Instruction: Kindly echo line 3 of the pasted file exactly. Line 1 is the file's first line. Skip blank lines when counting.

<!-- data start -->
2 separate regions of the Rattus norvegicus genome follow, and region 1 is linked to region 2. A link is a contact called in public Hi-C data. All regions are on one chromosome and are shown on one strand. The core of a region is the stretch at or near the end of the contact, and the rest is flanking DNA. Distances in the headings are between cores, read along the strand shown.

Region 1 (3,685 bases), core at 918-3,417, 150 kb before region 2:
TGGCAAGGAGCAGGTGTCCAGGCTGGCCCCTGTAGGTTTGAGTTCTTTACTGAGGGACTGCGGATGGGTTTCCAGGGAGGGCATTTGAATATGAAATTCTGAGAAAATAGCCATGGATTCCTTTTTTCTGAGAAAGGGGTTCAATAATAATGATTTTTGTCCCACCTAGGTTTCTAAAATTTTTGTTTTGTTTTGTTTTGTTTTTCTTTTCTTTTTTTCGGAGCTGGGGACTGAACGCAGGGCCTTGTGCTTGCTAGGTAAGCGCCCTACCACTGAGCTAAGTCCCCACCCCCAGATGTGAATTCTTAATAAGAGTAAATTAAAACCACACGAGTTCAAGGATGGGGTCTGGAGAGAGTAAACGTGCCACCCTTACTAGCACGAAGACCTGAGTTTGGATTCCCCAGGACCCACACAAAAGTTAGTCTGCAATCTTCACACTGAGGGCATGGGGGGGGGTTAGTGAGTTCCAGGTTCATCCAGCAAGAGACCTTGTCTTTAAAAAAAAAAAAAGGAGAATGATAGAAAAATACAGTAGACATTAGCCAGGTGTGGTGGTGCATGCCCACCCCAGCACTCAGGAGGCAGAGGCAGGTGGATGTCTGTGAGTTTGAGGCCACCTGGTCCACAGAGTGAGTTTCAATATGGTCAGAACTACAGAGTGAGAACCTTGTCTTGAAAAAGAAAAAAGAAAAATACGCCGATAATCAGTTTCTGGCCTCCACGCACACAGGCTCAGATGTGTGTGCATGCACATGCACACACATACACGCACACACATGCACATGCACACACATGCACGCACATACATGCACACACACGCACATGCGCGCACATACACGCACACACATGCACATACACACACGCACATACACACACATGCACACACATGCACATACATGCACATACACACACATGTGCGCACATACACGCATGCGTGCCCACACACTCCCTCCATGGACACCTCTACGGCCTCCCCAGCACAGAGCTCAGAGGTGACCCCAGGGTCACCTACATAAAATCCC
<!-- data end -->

TGGCAAGGAGCAGGTGTCCAGGCTGGCCCCTGTAGGTTTGAGTTCTTTACTGAGGGACTGCGGATGGGTTTCCAGGGAGGGCATTTGAATATGAAATTCTGAGAAAATAGCCATGGATTCCTTTTTTCTGAGAAAGGGGTTCAATAATAATGATTTTTGTCCCACCTAGGTTTCTAAAATTTTTGTTTTGTTTTGTTTTGTTTTTCTTTTCTTTTTTTCGGAGCTGGGGACTGAACGCAGGGCCTTGTGCTTGCTAGGTAAGCGCCCTACCACTGAGCTAAGTCCCCACCCCCAGATGTGAATTCTTAATAAGAGTAAATTAAAACCACACGAGTTCAAGGATGGGGTCTGGAGAGAGTAAACGTGCCACCCTTACTAGCACGAAGACCTGAGTTTGGATTCCCCAGGACCCACACAAAAGTTAGTCTGCAATCTTCACACTGAGGGCATGGGGGGGGGTTAGTGAGTTCCAGGTTCATCCAGCAAGAGACCTTGTCTTTAAAAAAAAAAAAAGGAGAATGATAGAAAAATACAGTAGACATTAGCCAGGTGTGGTGGTGCATGCCCACCCCAGCACTCAGGAGGCAGAGGCAGGTGGATGTCTGTGAGTTTGAGGCCACCTGGTCCACAGAGTGAGTTTCAATATGGTCAGAACTACAGAGTGAGAACCTTGTCTTGAAAAAGAAAAAAGAAAAATACGCCGATAATCAGTTTCTGGCCTCCACGCACACAGGCTCAGATGTGTGTGCATGCACATGCACACACATACACGCACACACATGCACATGCACACACATGCACGCACATACATGCACACACACGCACATGCGCGCACATACACGCACACACATGCACATACACACACGCACATACACACACATGCACACACATGCACATACATGCACATACACACACATGTGCGCACATACACGCATGCGTGCCCACACACTCCCTCCATGGACACCTCTACGGCCTCCCCAGCACAGAGCTCAGAGGTGACCCCAGGGTCACCTACATAAAATCCC